Change is brewing

Naintara Maya Oberoi | Updated on August 03, 2018 Published on August 03, 2018

Get to work, tipplers: There are workshops in Paris that allow customers to brew their own beer   -  ISTOCK.COM

Craft beer has come to a head in France, bringing forth a barrel’s worth of artisan ales, craft breweries, bottle shops, tastings and even a Paris Beer Week

France is so renowned for its wine that one might imagine beer to be a lowly also-ran, but the French are just as well-steeped in beer. Like most European countries, they have a long brewing tradition, especially in the northern regions bordering Belgium and Germany. For instance, Trappist beers were born in France (Trappist monks started off in the medieval La Trappe monastery Orne, north-west France). But monastic breweries disappeared with the closure of religious orders after the French Revolution, when monks and nuns fled, taking their beer recipes with them. Still, breweries continued to flourish; at the start of the 20th century there were over 3,000 breweries in France. Brasseries, those stolid, standard bastion of French food, originally meant “brewery” and like German beer halls, was a place to drink, dance and eat.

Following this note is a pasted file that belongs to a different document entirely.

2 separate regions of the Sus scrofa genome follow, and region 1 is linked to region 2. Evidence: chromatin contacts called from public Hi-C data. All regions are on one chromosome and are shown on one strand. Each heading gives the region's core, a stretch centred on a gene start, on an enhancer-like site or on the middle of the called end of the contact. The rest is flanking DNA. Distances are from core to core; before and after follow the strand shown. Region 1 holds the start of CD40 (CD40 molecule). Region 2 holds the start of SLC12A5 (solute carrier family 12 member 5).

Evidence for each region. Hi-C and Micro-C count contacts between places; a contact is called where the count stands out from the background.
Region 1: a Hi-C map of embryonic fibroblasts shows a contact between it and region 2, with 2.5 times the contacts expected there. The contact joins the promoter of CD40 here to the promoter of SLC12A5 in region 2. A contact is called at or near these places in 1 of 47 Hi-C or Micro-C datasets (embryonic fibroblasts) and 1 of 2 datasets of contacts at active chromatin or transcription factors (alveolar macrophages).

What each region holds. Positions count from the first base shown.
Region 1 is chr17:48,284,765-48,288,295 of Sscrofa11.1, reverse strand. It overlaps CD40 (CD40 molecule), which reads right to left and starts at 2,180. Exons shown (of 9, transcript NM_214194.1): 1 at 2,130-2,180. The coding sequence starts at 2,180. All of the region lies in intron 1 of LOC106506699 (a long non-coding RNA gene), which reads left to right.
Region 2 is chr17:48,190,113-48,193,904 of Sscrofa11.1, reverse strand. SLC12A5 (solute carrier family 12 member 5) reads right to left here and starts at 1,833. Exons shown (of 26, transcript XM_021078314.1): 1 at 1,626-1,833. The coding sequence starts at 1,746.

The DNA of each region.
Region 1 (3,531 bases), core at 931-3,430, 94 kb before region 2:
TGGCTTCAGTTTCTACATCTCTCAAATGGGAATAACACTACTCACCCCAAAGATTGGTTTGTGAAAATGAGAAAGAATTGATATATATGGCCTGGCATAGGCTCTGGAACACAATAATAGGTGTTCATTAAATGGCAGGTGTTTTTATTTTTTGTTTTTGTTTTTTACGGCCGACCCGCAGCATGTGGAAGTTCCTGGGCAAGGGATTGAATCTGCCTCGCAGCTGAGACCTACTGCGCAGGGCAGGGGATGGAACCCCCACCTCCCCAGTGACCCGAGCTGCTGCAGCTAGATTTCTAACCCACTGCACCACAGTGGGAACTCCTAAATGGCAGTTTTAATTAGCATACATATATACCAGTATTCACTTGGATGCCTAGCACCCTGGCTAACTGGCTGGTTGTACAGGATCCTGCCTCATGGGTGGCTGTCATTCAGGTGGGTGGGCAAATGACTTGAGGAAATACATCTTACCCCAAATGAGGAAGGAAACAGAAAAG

After the World Wars, the French countryside and its breweries were left devastated (many beer makers even had their equipment turned into ammunition). They virtually disappeared after the ’50s, leaving the French beer market to German-style industrial lagers.